It's gray and rainy when we arrive at the Pomona dragway (aka Auto Club Raceway), where the NHRA Winternationals are supposed to be happening. It's not that the venue will change; cars can't run until the track is dry enough, and as of Friday morning, nothing is running at the first event of the season. A rare storm among talk of drought conditions and the threat of water rationing has temporarily silenced what is otherwise one of the loudest events on wheels--drag racing.
We walk through the pit area to where Team JEGS has its two rigs set up. The reason we came--nitro-burnin' action aside--is to learn about two fantastic custom big-rigs and see how they keep a champion race team on track. Rain or shine, one of the most important members of the team still has a job to do, and on this day, he's busily working away when we catch up with him. Nicky Morse is the chef for Team JEGS and as such is responsible for feeding the drivers, technicians, and assistants that make sure everything goes as planned.
Photo courtesy of Team JEGS
Nicky works in a fully customized kitchen located behind the cab of a 2008 Volvo Conversion. T&E Auto Haulers, based in Herscher, Illinois, was responsible for setting up this kitchen on wheels, and the result is nicer than the kitchens in many houses. Nicky and his brother, who has expertise in AutoCAD, designed the kitchen, Nicky selected the appliances, T&E made sure the trailer would still be capable of carrying race cars if necessary (the rig's job before it also served as a kitchen), and Myers Cabinets in Indianapolis built and installed the cabinets. Generators supply power, and there are gas lines for the burners. There's a refrigerator and freezer, six-burner industrial stove, sink, slide-out spice rack, pasta rack (yes, he does make pasta from scratch), cabinets above and below on three sides, a microwave--we don't know why; he doesn't seem to use it--granite countertops, and a Corian countertop. When this semi isn't being used as a cooking and eating area, it's a rolling storage area, and the segment of the counter that's topped with Corian is on wheels. This material saves 500 pounds of weight, making it much easier to move than granite. Most of the trailer is filled with tables and chairs, with enough room to comfortably seat 20 or so, and everything is modular and can break down to be stored in a surprisingly compact space.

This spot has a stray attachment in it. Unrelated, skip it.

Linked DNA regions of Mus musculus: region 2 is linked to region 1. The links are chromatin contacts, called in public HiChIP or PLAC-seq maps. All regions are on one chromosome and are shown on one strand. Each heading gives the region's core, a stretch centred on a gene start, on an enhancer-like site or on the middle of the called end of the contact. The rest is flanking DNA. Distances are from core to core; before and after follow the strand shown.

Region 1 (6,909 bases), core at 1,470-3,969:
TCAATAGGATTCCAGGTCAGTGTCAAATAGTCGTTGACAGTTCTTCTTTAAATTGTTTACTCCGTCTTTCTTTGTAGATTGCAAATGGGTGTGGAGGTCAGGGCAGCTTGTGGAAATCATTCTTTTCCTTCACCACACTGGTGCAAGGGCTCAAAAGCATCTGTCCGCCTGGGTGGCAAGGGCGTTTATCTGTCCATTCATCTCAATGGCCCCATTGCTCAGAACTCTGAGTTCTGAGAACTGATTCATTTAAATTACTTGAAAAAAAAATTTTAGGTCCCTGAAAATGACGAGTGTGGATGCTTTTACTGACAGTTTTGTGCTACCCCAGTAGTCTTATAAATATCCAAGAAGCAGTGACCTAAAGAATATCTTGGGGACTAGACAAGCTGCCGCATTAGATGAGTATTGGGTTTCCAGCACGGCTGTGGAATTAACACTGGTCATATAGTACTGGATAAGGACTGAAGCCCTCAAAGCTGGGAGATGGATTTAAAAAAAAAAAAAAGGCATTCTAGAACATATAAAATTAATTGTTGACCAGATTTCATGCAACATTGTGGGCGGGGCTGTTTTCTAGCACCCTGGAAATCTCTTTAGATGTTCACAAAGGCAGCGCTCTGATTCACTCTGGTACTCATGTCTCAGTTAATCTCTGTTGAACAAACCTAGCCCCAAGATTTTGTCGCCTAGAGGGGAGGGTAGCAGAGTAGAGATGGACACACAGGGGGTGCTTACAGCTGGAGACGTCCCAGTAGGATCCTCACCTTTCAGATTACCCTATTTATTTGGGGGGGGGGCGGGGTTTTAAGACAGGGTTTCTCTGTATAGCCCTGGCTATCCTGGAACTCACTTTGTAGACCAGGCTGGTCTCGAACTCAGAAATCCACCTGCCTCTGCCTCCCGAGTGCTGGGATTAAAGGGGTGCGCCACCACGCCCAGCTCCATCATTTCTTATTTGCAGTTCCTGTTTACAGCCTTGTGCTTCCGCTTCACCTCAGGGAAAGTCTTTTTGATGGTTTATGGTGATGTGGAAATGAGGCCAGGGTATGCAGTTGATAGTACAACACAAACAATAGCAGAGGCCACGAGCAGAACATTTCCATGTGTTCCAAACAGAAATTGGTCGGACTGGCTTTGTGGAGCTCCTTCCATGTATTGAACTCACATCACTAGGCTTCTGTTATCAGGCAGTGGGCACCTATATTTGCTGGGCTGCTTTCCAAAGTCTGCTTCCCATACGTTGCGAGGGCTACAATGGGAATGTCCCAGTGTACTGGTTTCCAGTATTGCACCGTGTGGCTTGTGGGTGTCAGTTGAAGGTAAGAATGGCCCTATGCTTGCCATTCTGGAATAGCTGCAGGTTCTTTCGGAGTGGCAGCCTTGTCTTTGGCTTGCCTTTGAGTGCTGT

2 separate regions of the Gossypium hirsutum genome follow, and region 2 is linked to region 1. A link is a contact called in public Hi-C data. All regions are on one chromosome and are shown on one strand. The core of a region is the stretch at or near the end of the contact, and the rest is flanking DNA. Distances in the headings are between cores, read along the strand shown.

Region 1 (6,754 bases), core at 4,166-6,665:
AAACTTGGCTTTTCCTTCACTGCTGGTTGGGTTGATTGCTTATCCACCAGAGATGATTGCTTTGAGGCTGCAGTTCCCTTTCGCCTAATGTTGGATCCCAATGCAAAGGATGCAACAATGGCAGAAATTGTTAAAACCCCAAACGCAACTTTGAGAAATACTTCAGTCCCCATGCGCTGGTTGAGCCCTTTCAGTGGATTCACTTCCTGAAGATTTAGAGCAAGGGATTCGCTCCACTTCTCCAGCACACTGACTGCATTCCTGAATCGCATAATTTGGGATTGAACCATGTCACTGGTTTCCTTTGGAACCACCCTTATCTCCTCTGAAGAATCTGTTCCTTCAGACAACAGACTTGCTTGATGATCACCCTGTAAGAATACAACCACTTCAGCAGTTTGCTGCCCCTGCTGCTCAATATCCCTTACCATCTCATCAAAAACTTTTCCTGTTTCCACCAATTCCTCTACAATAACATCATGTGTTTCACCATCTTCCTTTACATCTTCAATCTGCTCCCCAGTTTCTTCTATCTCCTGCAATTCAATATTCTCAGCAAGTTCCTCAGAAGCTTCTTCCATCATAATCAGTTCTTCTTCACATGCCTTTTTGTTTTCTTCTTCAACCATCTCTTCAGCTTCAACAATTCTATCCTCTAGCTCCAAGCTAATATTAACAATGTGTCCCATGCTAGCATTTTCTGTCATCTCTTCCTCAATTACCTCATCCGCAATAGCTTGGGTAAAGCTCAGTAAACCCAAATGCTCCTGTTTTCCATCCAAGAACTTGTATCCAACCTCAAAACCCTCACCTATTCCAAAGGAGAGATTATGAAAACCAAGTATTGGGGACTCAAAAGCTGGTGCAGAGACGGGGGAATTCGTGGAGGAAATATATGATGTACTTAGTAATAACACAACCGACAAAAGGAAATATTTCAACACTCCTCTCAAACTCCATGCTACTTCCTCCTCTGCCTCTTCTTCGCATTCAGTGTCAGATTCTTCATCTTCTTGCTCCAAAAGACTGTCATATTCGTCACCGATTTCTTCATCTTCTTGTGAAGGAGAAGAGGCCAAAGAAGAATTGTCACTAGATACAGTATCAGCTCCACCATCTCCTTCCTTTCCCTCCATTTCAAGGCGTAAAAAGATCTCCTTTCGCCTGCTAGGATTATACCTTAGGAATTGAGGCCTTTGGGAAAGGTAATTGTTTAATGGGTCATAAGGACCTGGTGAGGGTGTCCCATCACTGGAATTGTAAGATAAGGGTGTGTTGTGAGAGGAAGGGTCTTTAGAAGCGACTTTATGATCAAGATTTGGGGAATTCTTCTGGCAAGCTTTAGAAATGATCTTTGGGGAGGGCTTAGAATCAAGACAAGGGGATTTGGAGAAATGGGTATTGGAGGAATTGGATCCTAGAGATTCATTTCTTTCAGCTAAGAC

Randy Bishop is the man in charge of this 37-foot-long, 57,000-pound rig. He clocks an amazing 60,000-65,000 miles behind the wheel each year, and is on the road from February to mid-November. He typically drives 700 miles a day, stopping to recheck straps, locks, and more about 100 miles after hitting the road following an event. He told us that the most miles he's put on a single tank of fuel is 1325--but that wasn't in one drive, of course. The cab has many of today's creature comforts, including nav, Bluetooth, and Sirius. When he isn't heading to (or at) the track, he's taking care of the truck. At the beginning of the year, before race season starts up, the tractor/trailer goes back to Delaware, Ohio (JEGS headquarters) for any necessary repairs and maintenance. There, Randy also reconfigures what'll be stored on board, learning the fastest way to set up and tear down, using the JEGS shop to fabricate whatever's needed to make things more efficient. Total setup time of the JEGS pit is six hours, teardown is a mere four--down from eight hours when he first started.
Chef Nicky and Randy Bishop
Randy owned an auto/boat/motorhome repair shop for 20 years, and has used his considerable expertise to keep this truck in tip-top shape. He's also made plenty of repairs when driving from one race to the next, and has learned to be extremely resourceful--seems like a vehicle never breaks down in the middle of a big city. Keith Graham--also known as Big Show--drives the second big-rig, which holds the team's weather station, racecar data computers, spare parts, tools, extra engines, and carries the cars. The data recorded and analyzed in these computers focuses on very small details. It helps define how the vehicle is set up and is essential to winning, as races like this can be won or lost in a ten-thousandth of a second.